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Über dieses Buch

This book explores the potential of international human rights law to resolve one of the gravest human rights violations to have surfaced post 9/11: extraordinary rendition. Although infamously deployed as a counter-terrorism technique, substantial evidence confirms that European states colluded in the practice by facilitating the transportation of suspects through their airspace or airports and in some cases, secret detention on their territories. Despite recent findings of the European Court of Human Rights, difficulties persist in holding many European States accountable for the role they played both at the domestic and international level. Distinguishing between various forms of accountability and interrogating the evolving parameters of international human rights law, this volume will fill gaps in extraordinary rendition literature and influence the policies of European States.



Chapter 1. The Concepts

Extraordinary rendition involves the extrajudicial transfer of persons from one jurisdiction or State to another, for the purposes of detention and interrogation outside the normal legal system, where there is a real risk of torture or cruel, inhuman or degrading treatment. It is a practice that is primarily identified with the CIA’s Detention and Interrogation Programme which was implemented in the aftermath of 9/11 with the active and passive cooperation of many States in Europe. In recent years, there have been widespread demands for “accountability” on the part of European States for their “complicity” in extraordinary rendition. This chapter highlights how accountability can take different forms and how the concept of “complicity” itself is also a complex concept requiring consideration of multiple factors. It points to the focus of the book as an effort to determine when States can be held legally accountable for complicity in extraordinary rendition. “Legal accountability” is understood as a concept that demands an assessment of whether a State is responsible for a breach of the law and crucially the provision of redress or acknowledgement of state responsibility. The focus on legal accountability is justifiable on the basis that a finding of legal responsibility in the context of a legal accountability process inevitably increases the odds of political accountability for complicit States.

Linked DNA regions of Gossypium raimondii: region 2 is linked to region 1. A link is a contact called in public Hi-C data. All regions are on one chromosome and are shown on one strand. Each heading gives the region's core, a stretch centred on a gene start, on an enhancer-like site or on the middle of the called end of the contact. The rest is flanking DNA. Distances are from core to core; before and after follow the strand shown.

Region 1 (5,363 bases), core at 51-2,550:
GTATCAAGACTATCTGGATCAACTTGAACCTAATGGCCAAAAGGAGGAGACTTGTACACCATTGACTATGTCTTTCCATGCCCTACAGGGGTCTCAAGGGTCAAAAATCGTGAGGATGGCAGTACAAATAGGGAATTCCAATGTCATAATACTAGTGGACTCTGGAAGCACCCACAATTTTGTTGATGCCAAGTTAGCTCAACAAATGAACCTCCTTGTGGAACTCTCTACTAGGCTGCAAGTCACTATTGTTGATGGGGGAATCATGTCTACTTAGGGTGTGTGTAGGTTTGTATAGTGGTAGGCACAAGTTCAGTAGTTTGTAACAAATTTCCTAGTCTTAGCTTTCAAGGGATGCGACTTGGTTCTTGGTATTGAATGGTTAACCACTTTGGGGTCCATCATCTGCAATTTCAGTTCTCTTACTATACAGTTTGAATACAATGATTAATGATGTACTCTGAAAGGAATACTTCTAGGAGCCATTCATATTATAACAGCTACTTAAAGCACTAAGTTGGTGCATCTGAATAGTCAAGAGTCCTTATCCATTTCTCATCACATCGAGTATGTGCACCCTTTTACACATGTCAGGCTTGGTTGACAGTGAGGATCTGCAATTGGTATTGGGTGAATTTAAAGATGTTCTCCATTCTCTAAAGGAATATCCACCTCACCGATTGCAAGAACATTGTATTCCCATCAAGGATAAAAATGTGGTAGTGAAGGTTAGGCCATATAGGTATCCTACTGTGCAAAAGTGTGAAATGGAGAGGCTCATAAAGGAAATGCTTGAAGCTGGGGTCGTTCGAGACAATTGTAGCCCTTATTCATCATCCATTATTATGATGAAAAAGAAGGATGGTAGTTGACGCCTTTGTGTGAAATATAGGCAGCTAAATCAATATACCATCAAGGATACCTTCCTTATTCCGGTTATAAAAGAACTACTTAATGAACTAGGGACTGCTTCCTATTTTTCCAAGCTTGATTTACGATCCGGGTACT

Suzanne Egan

Chapter 2. The Dynamics of Extraordinary Rendition: Past, Present and Future